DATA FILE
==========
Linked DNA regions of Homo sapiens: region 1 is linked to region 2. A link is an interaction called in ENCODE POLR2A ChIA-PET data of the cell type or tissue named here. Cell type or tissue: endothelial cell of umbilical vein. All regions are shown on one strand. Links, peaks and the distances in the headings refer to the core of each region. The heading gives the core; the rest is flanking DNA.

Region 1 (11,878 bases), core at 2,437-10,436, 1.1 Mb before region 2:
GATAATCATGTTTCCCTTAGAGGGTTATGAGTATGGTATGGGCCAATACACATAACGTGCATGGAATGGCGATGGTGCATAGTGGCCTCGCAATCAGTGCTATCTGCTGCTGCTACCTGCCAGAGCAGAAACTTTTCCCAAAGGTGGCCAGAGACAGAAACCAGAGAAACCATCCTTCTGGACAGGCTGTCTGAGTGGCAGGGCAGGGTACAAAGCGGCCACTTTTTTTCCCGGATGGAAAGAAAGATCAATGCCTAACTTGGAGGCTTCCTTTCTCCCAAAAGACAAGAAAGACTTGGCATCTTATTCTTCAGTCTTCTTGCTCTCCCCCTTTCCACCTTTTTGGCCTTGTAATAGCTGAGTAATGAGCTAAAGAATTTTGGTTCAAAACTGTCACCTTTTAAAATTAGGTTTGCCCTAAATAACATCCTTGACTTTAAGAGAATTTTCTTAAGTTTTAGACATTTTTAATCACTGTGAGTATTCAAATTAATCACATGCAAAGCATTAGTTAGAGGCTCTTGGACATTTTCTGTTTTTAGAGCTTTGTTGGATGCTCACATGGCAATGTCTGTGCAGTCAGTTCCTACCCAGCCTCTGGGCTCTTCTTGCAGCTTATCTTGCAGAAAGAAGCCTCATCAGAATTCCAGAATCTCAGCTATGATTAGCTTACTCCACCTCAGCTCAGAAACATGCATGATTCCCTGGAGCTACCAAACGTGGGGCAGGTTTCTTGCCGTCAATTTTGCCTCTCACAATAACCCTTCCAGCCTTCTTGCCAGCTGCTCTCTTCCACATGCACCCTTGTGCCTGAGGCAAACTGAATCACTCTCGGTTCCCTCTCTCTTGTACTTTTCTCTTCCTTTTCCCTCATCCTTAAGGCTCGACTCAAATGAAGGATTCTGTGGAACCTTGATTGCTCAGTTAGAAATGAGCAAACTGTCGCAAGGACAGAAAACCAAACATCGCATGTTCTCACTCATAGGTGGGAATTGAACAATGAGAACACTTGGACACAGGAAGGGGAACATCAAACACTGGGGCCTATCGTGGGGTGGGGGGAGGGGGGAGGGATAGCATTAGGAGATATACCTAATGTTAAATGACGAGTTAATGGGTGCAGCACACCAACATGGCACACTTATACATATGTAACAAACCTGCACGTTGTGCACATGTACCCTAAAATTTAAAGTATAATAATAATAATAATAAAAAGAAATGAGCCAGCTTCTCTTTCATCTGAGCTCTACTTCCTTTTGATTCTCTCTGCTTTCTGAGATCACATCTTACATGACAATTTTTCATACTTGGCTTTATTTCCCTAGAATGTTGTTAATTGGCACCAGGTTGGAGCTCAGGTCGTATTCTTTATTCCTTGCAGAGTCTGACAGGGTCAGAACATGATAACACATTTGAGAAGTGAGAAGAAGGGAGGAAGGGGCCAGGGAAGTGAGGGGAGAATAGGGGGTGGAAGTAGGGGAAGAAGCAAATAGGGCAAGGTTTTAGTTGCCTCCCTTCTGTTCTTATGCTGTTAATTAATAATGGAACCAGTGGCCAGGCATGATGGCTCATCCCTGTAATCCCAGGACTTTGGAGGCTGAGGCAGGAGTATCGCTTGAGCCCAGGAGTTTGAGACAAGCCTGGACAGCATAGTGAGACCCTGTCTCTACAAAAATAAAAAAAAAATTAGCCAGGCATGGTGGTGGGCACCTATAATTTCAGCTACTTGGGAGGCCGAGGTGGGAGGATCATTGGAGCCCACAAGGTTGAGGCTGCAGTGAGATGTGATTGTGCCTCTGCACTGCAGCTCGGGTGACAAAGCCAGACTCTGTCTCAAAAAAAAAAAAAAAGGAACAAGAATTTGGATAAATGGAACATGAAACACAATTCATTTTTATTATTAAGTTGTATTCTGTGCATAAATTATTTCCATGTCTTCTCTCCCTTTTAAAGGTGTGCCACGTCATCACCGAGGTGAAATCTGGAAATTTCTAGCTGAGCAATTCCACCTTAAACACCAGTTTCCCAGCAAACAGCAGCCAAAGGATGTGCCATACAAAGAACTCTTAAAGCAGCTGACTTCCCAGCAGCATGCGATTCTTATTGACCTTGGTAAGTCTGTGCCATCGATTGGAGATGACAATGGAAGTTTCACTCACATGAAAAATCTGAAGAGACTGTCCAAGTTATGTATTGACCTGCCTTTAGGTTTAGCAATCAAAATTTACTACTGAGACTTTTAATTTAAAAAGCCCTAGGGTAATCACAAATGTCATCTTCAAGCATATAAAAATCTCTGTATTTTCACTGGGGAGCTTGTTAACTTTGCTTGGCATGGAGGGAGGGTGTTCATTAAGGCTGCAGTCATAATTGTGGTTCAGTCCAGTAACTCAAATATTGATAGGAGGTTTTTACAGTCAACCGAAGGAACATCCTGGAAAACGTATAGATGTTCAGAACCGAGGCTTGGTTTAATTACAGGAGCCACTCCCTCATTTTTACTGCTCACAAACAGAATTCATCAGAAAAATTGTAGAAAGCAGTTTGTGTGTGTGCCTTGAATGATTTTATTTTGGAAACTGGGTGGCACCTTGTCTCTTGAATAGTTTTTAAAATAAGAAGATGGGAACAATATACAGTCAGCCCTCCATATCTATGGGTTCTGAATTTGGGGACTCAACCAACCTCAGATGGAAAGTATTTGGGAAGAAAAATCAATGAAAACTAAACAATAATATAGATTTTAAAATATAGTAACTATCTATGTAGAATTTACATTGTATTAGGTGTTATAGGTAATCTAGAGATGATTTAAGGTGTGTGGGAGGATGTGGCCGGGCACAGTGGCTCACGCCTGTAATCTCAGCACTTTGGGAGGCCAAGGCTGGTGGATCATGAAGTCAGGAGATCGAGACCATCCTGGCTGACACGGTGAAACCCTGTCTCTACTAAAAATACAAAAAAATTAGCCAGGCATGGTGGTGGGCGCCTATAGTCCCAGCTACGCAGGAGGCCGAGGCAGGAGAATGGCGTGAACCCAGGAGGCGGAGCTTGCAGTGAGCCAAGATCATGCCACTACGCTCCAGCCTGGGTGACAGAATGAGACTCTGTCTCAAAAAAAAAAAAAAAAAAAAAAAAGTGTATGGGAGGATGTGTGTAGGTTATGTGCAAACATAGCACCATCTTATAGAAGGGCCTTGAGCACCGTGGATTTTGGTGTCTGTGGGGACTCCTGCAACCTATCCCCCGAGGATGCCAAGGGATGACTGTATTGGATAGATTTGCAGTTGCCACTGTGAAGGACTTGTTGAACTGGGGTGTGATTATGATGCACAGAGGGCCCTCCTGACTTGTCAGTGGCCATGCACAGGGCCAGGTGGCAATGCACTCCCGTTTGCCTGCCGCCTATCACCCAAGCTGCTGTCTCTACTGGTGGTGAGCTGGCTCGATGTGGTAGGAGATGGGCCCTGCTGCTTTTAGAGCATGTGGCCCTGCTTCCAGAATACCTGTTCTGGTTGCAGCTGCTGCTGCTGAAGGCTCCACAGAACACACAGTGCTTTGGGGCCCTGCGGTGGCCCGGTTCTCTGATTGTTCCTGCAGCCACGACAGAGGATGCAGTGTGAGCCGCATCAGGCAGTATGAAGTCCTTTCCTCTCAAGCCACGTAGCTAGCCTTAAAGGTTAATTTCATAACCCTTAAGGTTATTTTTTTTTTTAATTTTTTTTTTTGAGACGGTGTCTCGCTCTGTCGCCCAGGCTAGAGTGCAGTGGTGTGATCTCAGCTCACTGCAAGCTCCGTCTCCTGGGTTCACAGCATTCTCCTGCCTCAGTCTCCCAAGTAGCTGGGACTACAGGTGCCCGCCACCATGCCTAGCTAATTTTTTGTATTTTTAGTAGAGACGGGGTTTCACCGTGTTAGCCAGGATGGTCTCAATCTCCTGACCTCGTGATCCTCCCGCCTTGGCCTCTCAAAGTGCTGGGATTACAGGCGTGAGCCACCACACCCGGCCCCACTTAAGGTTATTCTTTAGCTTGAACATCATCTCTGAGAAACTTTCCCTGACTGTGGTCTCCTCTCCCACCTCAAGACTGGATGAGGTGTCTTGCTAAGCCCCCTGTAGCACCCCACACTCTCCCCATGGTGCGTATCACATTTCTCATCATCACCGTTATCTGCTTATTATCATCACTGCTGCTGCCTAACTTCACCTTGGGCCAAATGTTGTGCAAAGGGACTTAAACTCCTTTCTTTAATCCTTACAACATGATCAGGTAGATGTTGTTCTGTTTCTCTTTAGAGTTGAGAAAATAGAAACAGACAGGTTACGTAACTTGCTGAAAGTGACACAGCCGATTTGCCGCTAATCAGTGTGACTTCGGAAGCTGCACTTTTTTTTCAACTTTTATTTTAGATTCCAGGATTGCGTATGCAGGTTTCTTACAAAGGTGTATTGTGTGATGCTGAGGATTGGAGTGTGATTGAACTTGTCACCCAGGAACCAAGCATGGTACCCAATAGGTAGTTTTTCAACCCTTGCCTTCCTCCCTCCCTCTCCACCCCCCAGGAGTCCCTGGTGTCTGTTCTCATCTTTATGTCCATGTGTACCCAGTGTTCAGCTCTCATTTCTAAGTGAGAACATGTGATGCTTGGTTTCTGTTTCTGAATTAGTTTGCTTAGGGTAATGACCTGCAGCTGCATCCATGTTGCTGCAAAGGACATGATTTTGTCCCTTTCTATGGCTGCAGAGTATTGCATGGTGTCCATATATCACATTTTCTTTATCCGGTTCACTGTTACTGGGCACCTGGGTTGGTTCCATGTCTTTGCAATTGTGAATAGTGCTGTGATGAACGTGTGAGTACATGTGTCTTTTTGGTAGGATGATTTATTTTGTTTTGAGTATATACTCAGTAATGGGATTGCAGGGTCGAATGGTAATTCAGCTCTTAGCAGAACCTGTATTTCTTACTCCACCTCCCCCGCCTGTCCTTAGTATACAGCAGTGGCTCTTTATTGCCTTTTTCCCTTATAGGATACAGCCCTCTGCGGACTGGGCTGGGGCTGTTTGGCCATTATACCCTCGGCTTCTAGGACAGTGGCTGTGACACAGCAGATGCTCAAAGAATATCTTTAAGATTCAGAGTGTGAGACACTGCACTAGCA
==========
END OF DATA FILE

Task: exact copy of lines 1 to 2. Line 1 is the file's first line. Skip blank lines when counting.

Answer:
Linked DNA regions of Homo sapiens: region 1 is linked to region 2. A link is an interaction called in ENCODE POLR2A ChIA-PET data of the cell type or tissue named here. Cell type or tissue: endothelial cell of umbilical vein. All regions are shown on one strand. Links, peaks and the distances in the headings refer to the core of each region. The heading gives the core; the rest is flanking DNA.

Region 1 (11,878 bases), core at 2,437-10,436, 1.1 Mb before region 2: